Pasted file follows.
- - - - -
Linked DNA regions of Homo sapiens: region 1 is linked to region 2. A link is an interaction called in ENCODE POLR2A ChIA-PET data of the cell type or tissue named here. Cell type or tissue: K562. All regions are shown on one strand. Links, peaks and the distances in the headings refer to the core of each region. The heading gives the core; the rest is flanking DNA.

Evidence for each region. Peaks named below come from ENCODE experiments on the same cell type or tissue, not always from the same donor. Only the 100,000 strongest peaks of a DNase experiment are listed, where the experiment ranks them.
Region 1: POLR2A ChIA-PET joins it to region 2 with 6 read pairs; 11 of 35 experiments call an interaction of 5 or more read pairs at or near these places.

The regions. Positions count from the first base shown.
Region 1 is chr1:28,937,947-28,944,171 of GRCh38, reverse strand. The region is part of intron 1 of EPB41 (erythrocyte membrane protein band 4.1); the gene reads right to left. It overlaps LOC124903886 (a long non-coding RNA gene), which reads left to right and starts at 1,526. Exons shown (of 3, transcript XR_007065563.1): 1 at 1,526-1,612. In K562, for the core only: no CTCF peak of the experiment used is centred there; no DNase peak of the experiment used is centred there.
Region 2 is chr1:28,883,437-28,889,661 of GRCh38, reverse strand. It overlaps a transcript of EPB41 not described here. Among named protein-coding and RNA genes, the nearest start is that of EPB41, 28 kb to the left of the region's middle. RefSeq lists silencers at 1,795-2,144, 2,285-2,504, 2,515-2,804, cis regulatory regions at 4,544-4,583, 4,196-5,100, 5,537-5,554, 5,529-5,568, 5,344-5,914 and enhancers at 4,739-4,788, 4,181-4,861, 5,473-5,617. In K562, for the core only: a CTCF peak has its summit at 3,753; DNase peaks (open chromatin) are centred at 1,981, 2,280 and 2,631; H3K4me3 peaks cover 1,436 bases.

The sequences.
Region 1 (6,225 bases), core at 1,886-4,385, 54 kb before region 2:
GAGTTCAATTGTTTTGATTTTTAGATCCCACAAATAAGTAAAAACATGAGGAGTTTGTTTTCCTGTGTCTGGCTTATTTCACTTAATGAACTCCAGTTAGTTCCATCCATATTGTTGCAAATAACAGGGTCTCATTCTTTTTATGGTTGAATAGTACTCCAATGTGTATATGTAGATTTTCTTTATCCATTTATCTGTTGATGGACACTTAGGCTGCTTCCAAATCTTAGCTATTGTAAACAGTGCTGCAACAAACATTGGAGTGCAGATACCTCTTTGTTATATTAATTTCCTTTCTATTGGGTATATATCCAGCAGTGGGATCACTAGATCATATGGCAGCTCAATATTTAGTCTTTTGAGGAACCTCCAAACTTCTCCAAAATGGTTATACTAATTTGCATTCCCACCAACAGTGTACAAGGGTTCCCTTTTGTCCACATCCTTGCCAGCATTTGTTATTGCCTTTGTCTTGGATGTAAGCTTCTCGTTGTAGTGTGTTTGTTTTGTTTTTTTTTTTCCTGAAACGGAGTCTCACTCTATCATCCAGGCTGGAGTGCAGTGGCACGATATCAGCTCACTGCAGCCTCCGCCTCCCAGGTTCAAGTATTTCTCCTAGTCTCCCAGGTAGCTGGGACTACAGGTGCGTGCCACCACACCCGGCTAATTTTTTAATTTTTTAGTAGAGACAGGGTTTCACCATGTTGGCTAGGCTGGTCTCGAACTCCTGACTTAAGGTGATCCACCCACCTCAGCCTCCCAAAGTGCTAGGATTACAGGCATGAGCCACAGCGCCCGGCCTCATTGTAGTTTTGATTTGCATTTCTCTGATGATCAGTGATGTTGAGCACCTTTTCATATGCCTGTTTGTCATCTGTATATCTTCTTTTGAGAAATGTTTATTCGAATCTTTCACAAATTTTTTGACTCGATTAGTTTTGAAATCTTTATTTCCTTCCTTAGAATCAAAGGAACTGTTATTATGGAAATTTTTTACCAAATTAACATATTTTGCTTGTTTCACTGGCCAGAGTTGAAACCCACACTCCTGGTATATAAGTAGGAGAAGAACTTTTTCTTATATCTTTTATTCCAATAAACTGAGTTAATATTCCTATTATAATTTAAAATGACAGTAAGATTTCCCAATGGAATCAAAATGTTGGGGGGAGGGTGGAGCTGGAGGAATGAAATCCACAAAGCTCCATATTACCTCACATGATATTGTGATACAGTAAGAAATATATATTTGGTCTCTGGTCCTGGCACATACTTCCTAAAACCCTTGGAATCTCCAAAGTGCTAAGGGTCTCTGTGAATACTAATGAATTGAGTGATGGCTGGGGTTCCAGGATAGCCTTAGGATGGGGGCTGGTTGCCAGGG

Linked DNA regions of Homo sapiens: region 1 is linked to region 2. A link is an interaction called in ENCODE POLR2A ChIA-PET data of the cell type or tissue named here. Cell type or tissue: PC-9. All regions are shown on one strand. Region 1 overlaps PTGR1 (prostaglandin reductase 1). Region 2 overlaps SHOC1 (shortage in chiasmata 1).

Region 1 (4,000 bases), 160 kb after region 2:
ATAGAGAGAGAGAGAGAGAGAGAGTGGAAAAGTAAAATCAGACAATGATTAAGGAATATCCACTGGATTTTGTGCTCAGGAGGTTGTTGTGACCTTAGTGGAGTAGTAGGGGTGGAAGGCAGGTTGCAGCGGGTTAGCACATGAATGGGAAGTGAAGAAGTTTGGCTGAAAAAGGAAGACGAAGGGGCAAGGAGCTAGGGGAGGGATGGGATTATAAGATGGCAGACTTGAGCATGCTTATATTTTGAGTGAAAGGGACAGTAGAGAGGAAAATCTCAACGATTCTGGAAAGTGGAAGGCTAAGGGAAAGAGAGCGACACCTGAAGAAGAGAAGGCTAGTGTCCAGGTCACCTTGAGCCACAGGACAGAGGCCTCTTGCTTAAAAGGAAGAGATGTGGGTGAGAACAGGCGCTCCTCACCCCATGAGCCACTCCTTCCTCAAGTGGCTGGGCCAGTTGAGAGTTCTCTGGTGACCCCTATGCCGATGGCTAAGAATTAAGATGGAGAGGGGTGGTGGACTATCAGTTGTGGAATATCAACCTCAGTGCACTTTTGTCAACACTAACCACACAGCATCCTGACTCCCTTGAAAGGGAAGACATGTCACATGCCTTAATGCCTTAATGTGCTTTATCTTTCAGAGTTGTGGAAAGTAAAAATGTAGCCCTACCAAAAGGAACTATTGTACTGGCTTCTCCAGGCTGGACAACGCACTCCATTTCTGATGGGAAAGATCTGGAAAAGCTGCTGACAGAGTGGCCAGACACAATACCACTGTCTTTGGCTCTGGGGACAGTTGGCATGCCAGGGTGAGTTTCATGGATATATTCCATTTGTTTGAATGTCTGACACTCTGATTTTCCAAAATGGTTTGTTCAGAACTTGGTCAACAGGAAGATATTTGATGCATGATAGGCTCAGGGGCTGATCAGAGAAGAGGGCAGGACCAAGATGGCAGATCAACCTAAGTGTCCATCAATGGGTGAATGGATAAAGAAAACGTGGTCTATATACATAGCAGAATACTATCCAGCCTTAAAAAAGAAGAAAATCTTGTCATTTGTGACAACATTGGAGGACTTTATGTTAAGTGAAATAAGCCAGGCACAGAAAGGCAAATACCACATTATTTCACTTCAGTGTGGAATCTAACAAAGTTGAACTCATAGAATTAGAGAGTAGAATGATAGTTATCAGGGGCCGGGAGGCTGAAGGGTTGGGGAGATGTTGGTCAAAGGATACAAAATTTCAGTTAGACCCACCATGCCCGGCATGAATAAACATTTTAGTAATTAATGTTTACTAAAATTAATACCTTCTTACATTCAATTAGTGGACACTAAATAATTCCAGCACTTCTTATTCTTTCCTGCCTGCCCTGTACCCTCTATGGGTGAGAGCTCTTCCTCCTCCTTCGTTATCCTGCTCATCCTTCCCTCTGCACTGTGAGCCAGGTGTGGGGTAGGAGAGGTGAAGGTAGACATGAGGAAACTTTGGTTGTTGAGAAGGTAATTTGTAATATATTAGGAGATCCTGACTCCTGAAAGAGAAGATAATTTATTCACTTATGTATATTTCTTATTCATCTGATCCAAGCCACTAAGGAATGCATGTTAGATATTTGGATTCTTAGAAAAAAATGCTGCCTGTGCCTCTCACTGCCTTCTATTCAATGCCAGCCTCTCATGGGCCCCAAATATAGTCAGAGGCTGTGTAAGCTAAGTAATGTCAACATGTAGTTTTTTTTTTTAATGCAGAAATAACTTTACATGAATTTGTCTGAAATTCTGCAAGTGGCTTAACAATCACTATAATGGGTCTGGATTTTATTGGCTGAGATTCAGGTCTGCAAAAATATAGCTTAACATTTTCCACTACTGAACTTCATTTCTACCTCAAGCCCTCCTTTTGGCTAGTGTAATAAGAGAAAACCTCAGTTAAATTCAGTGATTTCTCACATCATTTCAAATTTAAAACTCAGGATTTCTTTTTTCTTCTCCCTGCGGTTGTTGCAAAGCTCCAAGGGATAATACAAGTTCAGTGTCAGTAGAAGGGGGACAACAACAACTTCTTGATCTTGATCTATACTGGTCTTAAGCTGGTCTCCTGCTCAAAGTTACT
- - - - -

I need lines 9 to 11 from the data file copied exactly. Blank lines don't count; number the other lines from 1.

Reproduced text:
GAGTTCAATTGTTTTGATTTTTAGATCCCACAAATAAGTAAAAACATGAGGAGTTTGTTTTCCTGTGTCTGGCTTATTTCACTTAATGAACTCCAGTTAGTTCCATCCATATTGTTGCAAATAACAGGGTCTCATTCTTTTTATGGTTGAATAGTACTCCAATGTGTATATGTAGATTTTCTTTATCCATTTATCTGTTGATGGACACTTAGGCTGCTTCCAAATCTTAGCTATTGTAAACAGTGCTGCAACAAACATTGGAGTGCAGATACCTCTTTGTTATATTAATTTCCTTTCTATTGGGTATATATCCAGCAGTGGGATCACTAGATCATATGGCAGCTCAATATTTAGTCTTTTGAGGAACCTCCAAACTTCTCCAAAATGGTTATACTAATTTGCATTCCCACCAACAGTGTACAAGGGTTCCCTTTTGTCCACATCCTTGCCAGCATTTGTTATTGCCTTTGTCTTGGATGTAAGCTTCTCGTTGTAGTGTGTTTGTTTTGTTTTTTTTTTTCCTGAAACGGAGTCTCACTCTATCATCCAGGCTGGAGTGCAGTGGCACGATATCAGCTCACTGCAGCCTCCGCCTCCCAGGTTCAAGTATTTCTCCTAGTCTCCCAGGTAGCTGGGACTACAGGTGCGTGCCACCACACCCGGCTAATTTTTTAATTTTTTAGTAGAGACAGGGTTTCACCATGTTGGCTAGGCTGGTCTCGAACTCCTGACTTAAGGTGATCCACCCACCTCAGCCTCCCAAAGTGCTAGGATTACAGGCATGAGCCACAGCGCCCGGCCTCATTGTAGTTTTGATTTGCATTTCTCTGATGATCAGTGATGTTGAGCACCTTTTCATATGCCTGTTTGTCATCTGTATATCTTCTTTTGAGAAATGTTTATTCGAATCTTTCACAAATTTTTTGACTCGATTAGTTTTGAAATCTTTATTTCCTTCCTTAGAATCAAAGGAACTGTTATTATGGAAATTTTTTACCAAATTAACATATTTTGCTTGTTTCACTGGCCAGAGTTGAAACCCACACTCCTGGTATATAAGTAGGAGAAGAACTTTTTCTTATATCTTTTATTCCAATAAACTGAGTTAATATTCCTATTATAATTTAAAATGACAGTAAGATTTCCCAATGGAATCAAAATGTTGGGGGGAGGGTGGAGCTGGAGGAATGAAATCCACAAAGCTCCATATTACCTCACATGATATTGTGATACAGTAAGAAATATATATTTGGTCTCTGGTCCTGGCACATACTTCCTAAAACCCTTGGAATCTCCAAAGTGCTAAGGGTCTCTGTGAATACTAATGAATTGAGTGATGGCTGGGGTTCCAGGATAGCCTTAGGATGGGGGCTGGTTGCCAGGG

Linked DNA regions of Homo sapiens: region 1 is linked to region 2. A link is an interaction called in ENCODE POLR2A ChIA-PET data of the cell type or tissue named here. Cell type or tissue: PC-9. All regions are shown on one strand. Region 1 overlaps PTGR1 (prostaglandin reductase 1). Region 2 overlaps SHOC1 (shortage in chiasmata 1).

Region 1 (4,000 bases), 160 kb after region 2: